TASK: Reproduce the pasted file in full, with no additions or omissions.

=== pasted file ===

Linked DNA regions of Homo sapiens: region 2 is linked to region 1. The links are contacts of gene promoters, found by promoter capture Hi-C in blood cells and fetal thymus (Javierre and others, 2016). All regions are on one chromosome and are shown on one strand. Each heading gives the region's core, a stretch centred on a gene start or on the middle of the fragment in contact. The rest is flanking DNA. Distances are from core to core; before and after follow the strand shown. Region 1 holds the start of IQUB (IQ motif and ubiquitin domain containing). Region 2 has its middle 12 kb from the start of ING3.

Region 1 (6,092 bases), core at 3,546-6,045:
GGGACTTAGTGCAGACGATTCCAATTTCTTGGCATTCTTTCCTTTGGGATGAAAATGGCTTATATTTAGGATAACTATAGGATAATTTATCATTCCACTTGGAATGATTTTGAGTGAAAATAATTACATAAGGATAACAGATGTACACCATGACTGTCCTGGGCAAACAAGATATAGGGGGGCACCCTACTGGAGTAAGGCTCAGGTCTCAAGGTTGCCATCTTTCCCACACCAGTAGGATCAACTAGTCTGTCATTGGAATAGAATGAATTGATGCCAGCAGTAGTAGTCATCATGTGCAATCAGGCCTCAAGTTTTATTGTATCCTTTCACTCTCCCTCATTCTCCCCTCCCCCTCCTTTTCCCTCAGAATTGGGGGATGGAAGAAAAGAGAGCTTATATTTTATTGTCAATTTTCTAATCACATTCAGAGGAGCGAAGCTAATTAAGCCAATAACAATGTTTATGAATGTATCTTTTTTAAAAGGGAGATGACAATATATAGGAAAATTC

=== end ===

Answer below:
Linked DNA regions of Homo sapiens: region 2 is linked to region 1. The links are contacts of gene promoters, found by promoter capture Hi-C in blood cells and fetal thymus (Javierre and others, 2016). All regions are on one chromosome and are shown on one strand. Each heading gives the region's core, a stretch centred on a gene start or on the middle of the fragment in contact. The rest is flanking DNA. Distances are from core to core; before and after follow the strand shown. Region 1 holds the start of IQUB (IQ motif and ubiquitin domain containing). Region 2 has its middle 12 kb from the start of ING3.

Region 1 (6,092 bases), core at 3,546-6,045:
GGGACTTAGTGCAGACGATTCCAATTTCTTGGCATTCTTTCCTTTGGGATGAAAATGGCTTATATTTAGGATAACTATAGGATAATTTATCATTCCACTTGGAATGATTTTGAGTGAAAATAATTACATAAGGATAACAGATGTACACCATGACTGTCCTGGGCAAACAAGATATAGGGGGGCACCCTACTGGAGTAAGGCTCAGGTCTCAAGGTTGCCATCTTTCCCACACCAGTAGGATCAACTAGTCTGTCATTGGAATAGAATGAATTGATGCCAGCAGTAGTAGTCATCATGTGCAATCAGGCCTCAAGTTTTATTGTATCCTTTCACTCTCCCTCATTCTCCCCTCCCCCTCCTTTTCCCTCAGAATTGGGGGATGGAAGAAAAGAGAGCTTATATTTTATTGTCAATTTTCTAATCACATTCAGAGGAGCGAAGCTAATTAAGCCAATAACAATGTTTATGAATGTATCTTTTTTAAAAGGGAGATGACAATATATAGGAAAATTC